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Miami heat hits housing

The only thing hotter than the beach in Miami this summer is its tempestuous housing market. While summer is historically the slow season for Miami, this summer saw record sales of single-family homes.

Miami
Roberto Bowyer | Getty Images
Miami

The city had 1,390 sales in June, an 8.6 percent jump from a year ago and a new one-month high, beating the mark set in June 2005 during the height of the last housing boom, according to the Miami Association of Realtors.

Condominium sales also rose, but at a slower pace, up just 4.5 percent from a year ago. While the supply of condos for sale is still relatively low, it did jump 9 percent from a year ago, and there is concern that thousands of new units, either planned or already under construction, will temper the market in the year ahead.

For now, however, prices continue to surge on higher demand. The median sale price for single-family homes rose 14.9 percent from a year ago to $280,000 in June, and the median sale price for condominiums increased 7.9 percent $205,000 from a year ago.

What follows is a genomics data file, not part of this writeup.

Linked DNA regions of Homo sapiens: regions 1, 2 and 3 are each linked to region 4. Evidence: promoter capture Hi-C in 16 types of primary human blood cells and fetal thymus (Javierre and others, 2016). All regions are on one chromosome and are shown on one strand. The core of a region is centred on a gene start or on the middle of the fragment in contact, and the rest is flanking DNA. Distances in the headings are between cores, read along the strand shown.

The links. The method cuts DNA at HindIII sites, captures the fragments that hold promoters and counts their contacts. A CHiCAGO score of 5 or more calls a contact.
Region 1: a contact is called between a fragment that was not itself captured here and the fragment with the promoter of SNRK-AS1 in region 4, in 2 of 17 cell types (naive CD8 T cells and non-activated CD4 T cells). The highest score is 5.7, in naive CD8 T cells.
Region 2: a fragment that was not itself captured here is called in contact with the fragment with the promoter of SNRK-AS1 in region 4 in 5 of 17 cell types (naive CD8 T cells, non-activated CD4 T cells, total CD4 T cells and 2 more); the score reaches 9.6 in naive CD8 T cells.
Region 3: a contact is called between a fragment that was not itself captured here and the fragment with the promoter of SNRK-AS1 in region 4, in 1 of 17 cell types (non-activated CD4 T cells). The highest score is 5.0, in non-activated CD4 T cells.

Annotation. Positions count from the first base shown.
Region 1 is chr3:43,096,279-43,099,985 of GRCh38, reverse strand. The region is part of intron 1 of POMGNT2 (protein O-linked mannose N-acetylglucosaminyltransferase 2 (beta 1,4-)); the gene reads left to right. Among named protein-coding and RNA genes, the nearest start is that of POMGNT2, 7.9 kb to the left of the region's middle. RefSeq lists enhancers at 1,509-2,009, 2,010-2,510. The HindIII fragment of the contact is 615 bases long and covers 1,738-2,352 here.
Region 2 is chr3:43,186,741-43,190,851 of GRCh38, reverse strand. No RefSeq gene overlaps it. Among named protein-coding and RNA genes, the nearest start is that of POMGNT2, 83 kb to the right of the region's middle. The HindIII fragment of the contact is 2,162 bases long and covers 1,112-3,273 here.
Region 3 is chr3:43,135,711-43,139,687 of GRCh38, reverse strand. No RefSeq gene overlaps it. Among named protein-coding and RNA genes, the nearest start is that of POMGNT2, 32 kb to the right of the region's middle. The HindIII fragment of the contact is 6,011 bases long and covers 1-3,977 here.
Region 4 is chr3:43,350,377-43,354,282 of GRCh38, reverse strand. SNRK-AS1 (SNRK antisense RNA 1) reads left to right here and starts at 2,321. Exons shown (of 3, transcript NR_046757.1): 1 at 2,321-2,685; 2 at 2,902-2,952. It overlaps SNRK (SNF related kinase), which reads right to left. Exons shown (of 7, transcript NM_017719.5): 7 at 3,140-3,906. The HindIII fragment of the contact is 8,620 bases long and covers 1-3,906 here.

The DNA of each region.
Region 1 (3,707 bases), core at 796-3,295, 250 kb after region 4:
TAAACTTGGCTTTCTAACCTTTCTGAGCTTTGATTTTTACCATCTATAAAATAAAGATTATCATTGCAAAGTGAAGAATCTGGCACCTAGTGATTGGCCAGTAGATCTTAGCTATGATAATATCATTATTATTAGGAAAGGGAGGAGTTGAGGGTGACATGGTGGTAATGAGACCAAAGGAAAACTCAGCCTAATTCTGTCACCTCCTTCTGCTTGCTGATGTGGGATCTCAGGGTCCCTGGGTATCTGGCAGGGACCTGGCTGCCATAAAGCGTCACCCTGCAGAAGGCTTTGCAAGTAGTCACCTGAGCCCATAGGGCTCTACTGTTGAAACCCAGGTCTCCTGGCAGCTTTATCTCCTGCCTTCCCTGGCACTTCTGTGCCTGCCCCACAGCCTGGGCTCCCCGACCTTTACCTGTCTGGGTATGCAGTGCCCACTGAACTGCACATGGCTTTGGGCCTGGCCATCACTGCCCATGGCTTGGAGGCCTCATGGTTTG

"An improving jobs market, historic low mortgages rates, and Miami's reputation as a world-class global city continue to attract domestic and international homebuyers who want to live, work, and play in one of America's most dynamic areas," said Christopher Zoller, residential president of the Miami Association of Realtors.

The outlook is not as bright for the luxury market on Miami Beach. With a median price of $2.3 million, down 5 percent from a year ago, sales are weaker by 10 percent, according to Jonathan Miller, president of Miller Samuel and author of the market report for Douglas Elliman.


The stall on the high end is the result of fewer international investors in the market. Miami has been a safe-haven for money from all over the globe, but the strength of the dollar against foreign currencies is cutting into that. Buyers from Russia, China and Europe may be reconsidering Miami.

"Some of them certainly put their decisions on hold when it comes to investments. When it comes to end-users, people who want to live in the homes, that's a healthy part of the market," said Sladja Stantic, a real estate agent with One Sotheby's International Realty in Miami.

Luxury condos, however, are sitting on the market longer, which could portend weaker sales in the fall. The single-family luxury market, with a median price around $7 million, is faring slightly better. Sales and prices are down slightly, but the homes are selling faster than condos.